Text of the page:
Book burning exhibit teaches about literary atrocities

Book burning exhibit teaches about literary atrocities

The Holocaust is most notorious for the Nazis’ inhumane treatment of other people. But a new exhibit in the Jewish Community Center’s American Jewish Museum aims to highlight an aspect of Nazi destruction often overlooked: widespread book burnings.
“Fighting the Fires of Hate: America and the Nazi Book Burnings” is an exhibition created by the United States Holocaust Memorial Museum and brought to the city in collaboration with The Holocaust Center of the Jewish Federation of Greater Pittsburgh. With a series of videos and vividly illustrated panels, the exhibition debuted at the Holocaust Memorial Museum in 2003. A traveling version began circulating the country in 2004 and visited 34 cities before stopping in Pittsburgh. The exhibition will be on display in Pittsburgh until Dec. 31.
While Holocaust education is always timely, now is a particularly relevant time to learn about Nazi literary atrocities, said AJM Director Melissa Hiller.
“We have people threatening to burn the Koran; Salman Rushdie is still under death threats. People threaten to burn ‘Harry Potter’ books,” said Hiller. “These are issues we take for granted, that our right of free speech is just a protected privilege. It’s easily made vulnerable by radicalized groups.”
Beginning in 1933, the book burnings were led by Nazi-supported German students trying to eradicate literature they believed was “Un-
German.” That list included many literary giants, including Ernest Hemingway, and social revolutionaries such as Karl Marx and Sigmund Freud.
“Some of the books that were banned or burned are surprising,” said Hiller. “Like Helen Keller; she’s such a hero to Americans, but was banned by the Nazi regime because she was a pacifist and didn’t espouse war. That’s how fragile free speech can be.”
“Fires of Hate” highlights different works that were banned and burned by Nazis, but also explains how, unlike Nazi death camps and ghettos, book burnings were widely covered by the American media. In fact, Newsweek Magazine called the book burnings “a holocaust of books,” seemingly foreshadowing the holocaust of people that was to come.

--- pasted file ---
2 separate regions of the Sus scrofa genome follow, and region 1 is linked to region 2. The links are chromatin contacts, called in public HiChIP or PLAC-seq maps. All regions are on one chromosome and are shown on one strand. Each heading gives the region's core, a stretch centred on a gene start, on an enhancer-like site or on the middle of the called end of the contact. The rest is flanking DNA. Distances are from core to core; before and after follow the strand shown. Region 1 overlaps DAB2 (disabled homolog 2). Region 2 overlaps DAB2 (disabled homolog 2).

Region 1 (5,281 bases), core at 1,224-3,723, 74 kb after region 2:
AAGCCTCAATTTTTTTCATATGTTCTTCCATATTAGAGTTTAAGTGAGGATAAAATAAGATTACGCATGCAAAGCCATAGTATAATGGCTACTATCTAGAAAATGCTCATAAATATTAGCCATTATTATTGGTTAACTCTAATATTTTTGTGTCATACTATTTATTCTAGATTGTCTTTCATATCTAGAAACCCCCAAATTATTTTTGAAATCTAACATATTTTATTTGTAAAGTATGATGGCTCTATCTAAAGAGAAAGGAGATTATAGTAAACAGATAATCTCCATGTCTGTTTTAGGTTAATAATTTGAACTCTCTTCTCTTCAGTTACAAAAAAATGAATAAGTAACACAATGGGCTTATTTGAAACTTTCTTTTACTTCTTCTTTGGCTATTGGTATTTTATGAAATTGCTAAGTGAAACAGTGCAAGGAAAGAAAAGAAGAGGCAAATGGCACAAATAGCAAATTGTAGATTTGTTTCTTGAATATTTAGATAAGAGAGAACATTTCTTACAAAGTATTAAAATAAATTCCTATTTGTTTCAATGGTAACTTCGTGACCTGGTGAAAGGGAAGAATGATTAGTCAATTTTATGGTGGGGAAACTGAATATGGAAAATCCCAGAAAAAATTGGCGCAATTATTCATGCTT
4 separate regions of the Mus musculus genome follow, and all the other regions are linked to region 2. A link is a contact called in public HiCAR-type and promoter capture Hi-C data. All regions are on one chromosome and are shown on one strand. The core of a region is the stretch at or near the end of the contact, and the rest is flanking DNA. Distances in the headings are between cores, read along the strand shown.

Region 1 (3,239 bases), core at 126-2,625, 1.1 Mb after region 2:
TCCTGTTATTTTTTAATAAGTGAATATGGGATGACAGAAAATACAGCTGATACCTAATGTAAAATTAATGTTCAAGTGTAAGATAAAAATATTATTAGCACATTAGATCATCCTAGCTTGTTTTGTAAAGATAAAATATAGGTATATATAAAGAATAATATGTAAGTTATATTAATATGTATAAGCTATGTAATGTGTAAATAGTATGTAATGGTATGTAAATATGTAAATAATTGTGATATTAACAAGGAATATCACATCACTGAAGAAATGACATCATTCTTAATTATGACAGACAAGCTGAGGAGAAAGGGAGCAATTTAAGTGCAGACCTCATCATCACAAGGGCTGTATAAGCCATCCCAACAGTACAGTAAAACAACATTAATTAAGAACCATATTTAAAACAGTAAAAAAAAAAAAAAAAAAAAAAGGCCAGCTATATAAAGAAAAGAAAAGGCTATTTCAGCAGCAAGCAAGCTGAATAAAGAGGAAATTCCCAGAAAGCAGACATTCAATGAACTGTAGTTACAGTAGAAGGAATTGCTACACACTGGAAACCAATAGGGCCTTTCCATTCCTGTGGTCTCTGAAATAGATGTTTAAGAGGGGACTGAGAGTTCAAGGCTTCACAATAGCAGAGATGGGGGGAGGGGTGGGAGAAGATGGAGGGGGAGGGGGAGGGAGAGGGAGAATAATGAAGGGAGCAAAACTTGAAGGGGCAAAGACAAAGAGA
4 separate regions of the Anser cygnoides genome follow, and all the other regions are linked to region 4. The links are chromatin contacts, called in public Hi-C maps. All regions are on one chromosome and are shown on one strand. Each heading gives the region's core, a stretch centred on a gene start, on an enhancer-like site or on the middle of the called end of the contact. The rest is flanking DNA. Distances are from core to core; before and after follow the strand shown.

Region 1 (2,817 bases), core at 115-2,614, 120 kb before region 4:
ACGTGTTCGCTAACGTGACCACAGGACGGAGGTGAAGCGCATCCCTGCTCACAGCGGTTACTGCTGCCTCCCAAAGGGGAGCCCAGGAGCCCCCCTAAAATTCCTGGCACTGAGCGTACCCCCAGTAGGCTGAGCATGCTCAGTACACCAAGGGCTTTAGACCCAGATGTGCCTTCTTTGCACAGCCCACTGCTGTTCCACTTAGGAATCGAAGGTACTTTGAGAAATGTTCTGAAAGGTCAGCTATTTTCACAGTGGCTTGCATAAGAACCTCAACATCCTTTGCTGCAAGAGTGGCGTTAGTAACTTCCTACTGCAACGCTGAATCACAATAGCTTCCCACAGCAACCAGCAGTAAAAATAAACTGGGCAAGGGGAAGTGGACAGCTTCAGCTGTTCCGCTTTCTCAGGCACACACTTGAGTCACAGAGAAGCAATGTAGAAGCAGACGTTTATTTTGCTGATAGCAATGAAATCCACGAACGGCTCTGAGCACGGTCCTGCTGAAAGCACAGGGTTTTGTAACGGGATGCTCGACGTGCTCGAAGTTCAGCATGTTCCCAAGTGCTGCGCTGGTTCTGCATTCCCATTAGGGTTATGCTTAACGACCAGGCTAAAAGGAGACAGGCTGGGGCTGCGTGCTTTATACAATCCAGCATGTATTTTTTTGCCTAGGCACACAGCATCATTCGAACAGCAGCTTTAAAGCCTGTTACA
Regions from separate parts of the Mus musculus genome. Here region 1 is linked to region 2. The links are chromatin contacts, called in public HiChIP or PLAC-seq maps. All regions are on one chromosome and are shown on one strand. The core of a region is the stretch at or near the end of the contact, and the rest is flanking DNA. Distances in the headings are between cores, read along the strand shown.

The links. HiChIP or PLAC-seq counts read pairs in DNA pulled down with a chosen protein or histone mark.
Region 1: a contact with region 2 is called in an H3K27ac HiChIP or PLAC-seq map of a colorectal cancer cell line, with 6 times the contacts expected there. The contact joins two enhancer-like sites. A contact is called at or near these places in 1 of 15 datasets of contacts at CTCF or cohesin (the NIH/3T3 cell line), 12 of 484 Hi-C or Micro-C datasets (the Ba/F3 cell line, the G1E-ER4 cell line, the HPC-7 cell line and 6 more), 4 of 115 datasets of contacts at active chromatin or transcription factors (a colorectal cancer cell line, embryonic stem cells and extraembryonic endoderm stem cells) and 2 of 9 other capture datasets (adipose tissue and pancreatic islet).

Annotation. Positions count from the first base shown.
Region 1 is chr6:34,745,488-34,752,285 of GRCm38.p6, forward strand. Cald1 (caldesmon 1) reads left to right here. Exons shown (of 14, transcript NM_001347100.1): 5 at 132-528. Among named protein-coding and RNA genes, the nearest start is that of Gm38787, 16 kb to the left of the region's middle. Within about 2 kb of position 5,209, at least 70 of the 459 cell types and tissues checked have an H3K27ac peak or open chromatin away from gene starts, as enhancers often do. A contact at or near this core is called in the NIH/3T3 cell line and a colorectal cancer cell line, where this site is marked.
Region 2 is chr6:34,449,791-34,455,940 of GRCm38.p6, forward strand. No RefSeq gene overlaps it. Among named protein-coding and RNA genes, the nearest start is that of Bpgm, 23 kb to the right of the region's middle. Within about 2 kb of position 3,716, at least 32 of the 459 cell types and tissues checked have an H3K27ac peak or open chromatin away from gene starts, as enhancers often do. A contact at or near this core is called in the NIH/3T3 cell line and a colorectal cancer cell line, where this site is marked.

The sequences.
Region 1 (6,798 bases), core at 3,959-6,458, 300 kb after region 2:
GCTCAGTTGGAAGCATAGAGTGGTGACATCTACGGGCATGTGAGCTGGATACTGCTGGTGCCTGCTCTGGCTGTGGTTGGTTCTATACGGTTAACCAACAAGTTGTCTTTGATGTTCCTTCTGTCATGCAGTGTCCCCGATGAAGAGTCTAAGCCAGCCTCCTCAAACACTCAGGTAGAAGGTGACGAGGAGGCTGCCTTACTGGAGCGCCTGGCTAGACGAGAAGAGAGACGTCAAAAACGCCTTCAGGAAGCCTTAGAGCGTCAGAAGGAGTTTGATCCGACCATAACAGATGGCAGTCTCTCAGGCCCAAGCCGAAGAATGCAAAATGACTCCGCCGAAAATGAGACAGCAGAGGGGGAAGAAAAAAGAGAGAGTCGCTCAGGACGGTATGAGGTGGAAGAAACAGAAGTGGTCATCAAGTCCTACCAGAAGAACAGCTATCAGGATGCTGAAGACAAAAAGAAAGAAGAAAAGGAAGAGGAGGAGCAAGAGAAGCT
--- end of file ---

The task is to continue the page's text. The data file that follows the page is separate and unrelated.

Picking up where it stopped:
A quote from Freud in 1933, emblazoned on one of the exhibition’s panels, reads, “Only our books? In earlier times they would have burned us with them.”
Across the hall, a devastating photograph of the destruction of Pearl Harbor lies under Franklin Delano Roosevelt’s famous saying that “A war of ideas can no more be won without books than a naval war can be won without ships.”
Juxtaposed with images of actual war violence, this notion of a war against books takes on a grave new meaning — the Nazis’ attack on ideas may not have ended lives, but it attempted to stamp out imagination and art, thereby killing what makes us most human: the ability to think and feel.
It’s those core human values in the exhibition that appeal most to Hiller.
“What I like about having these exhibitions is that we do a good job of bringing up universal issues that get people thinking more deeply,” she said.

(Justin Jacobs can be reached at

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